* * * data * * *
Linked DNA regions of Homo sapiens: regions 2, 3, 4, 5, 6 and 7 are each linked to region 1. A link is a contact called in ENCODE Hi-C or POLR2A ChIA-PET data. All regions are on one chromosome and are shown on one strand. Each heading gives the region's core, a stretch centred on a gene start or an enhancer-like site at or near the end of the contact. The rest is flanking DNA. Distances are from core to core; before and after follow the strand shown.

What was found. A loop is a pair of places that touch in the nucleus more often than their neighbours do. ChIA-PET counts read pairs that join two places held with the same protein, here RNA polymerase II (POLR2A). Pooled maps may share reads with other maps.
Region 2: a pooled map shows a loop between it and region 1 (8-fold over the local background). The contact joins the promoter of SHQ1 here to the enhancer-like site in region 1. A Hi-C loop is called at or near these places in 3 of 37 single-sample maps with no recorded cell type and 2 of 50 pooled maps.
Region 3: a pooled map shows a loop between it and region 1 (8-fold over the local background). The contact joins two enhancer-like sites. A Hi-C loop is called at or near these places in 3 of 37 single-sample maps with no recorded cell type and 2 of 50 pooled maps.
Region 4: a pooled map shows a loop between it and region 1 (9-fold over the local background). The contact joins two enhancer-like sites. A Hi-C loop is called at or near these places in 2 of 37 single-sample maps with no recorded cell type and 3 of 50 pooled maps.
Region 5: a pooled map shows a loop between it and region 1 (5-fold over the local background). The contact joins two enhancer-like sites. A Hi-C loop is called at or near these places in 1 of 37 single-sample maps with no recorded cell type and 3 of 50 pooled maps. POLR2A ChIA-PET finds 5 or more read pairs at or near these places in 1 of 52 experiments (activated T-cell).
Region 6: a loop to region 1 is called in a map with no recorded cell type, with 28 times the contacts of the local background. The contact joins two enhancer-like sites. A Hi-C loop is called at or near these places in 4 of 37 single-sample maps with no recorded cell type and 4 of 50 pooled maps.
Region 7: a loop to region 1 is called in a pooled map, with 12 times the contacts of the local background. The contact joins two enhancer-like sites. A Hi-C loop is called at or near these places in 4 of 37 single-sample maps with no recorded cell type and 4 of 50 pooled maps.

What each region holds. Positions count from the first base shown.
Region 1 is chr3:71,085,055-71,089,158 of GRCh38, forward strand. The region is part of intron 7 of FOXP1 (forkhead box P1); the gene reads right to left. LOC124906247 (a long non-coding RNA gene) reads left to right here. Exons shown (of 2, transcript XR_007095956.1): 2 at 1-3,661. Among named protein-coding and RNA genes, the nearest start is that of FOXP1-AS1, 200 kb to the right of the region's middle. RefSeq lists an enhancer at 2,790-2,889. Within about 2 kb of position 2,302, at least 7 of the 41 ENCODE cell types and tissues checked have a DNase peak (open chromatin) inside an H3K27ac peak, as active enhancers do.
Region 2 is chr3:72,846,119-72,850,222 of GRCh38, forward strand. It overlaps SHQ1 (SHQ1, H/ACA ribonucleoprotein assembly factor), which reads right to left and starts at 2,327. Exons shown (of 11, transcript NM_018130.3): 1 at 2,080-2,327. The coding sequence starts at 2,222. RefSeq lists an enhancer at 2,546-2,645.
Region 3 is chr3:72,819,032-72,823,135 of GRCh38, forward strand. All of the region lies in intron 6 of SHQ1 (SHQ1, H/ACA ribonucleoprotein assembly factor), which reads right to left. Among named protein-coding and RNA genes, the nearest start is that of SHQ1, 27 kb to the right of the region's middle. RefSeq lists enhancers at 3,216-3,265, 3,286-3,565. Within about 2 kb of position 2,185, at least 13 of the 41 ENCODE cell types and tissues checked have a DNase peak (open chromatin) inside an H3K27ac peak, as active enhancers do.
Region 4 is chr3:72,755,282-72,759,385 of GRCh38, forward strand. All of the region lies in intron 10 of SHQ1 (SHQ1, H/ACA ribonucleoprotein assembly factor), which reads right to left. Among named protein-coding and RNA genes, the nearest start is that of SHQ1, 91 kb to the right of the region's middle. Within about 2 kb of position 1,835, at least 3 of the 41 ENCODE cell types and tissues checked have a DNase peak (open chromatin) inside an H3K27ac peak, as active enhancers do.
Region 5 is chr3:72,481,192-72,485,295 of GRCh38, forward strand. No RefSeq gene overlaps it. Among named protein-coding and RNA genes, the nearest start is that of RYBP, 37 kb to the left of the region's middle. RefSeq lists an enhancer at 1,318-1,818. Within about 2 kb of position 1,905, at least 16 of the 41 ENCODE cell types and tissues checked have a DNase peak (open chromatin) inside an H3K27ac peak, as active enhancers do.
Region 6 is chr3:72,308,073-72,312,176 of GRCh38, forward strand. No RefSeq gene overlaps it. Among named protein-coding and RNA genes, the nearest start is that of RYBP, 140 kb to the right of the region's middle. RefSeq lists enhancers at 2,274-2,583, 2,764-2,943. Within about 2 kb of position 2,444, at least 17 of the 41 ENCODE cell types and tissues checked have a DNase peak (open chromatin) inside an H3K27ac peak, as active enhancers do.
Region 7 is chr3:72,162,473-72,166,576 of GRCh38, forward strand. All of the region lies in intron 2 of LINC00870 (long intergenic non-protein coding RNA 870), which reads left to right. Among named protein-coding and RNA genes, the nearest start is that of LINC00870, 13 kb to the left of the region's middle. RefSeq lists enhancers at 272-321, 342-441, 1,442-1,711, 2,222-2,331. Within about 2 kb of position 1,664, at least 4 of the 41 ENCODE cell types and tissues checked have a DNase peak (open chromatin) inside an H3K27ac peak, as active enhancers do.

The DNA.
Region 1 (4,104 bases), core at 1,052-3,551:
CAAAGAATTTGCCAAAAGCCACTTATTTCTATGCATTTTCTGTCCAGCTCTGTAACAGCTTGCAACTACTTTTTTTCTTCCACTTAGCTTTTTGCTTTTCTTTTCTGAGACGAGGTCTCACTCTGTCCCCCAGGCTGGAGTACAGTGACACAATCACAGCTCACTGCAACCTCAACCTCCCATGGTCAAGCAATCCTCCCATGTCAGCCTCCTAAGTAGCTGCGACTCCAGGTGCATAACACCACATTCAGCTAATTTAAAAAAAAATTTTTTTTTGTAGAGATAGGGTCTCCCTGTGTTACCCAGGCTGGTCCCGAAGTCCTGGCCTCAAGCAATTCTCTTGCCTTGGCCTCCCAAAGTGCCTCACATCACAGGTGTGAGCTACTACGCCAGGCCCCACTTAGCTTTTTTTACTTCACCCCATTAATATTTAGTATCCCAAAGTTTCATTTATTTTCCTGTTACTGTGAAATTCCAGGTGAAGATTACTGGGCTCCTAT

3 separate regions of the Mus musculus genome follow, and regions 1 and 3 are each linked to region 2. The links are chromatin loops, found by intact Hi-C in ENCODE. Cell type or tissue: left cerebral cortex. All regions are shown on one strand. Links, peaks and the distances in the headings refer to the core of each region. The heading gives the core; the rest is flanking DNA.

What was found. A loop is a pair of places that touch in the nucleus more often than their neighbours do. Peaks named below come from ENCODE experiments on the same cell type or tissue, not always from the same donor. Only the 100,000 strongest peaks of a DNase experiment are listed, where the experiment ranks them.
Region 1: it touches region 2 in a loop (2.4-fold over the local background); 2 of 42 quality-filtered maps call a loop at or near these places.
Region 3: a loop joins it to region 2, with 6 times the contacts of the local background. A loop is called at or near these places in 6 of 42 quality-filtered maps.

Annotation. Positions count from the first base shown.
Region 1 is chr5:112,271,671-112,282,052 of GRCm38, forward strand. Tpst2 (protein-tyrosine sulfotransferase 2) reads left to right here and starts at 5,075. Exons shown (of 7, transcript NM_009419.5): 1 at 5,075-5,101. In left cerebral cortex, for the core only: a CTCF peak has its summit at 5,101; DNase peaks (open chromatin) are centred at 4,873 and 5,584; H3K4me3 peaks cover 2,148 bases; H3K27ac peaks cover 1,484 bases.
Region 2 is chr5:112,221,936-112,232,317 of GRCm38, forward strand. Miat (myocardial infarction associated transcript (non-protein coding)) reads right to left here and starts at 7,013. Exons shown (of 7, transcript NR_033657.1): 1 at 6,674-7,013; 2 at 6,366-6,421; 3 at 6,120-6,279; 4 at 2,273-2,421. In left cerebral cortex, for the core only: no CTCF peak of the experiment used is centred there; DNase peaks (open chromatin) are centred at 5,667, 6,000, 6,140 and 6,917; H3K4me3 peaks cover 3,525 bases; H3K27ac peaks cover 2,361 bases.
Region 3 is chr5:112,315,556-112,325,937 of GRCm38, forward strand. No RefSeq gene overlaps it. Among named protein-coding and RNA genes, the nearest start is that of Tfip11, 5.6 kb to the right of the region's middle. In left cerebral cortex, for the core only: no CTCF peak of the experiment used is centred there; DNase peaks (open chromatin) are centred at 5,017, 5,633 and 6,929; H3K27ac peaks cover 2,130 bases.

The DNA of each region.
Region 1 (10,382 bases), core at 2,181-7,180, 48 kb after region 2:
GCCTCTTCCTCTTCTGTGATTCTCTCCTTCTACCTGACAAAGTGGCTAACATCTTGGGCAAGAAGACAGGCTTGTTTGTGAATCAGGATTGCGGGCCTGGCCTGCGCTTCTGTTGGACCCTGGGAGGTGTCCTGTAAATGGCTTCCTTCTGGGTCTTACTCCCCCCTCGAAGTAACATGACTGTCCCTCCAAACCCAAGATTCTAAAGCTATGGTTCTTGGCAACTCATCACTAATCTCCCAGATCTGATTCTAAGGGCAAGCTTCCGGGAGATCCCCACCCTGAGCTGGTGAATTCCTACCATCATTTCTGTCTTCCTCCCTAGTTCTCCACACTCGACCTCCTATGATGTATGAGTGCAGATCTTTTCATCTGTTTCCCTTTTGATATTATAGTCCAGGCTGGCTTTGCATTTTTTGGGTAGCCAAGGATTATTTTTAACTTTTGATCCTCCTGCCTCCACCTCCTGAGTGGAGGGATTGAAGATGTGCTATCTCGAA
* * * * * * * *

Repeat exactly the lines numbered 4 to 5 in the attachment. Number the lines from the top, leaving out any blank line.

Region 3: a pooled map shows a loop between it and region 1 (8-fold over the local background). The contact joins two enhancer-like sites. A Hi-C loop is called at or near these places in 3 of 37 single-sample maps with no recorded cell type and 2 of 50 pooled maps.
Region 4: a pooled map shows a loop between it and region 1 (9-fold over the local background). The contact joins two enhancer-like sites. A Hi-C loop is called at or near these places in 2 of 37 single-sample maps with no recorded cell type and 3 of 50 pooled maps.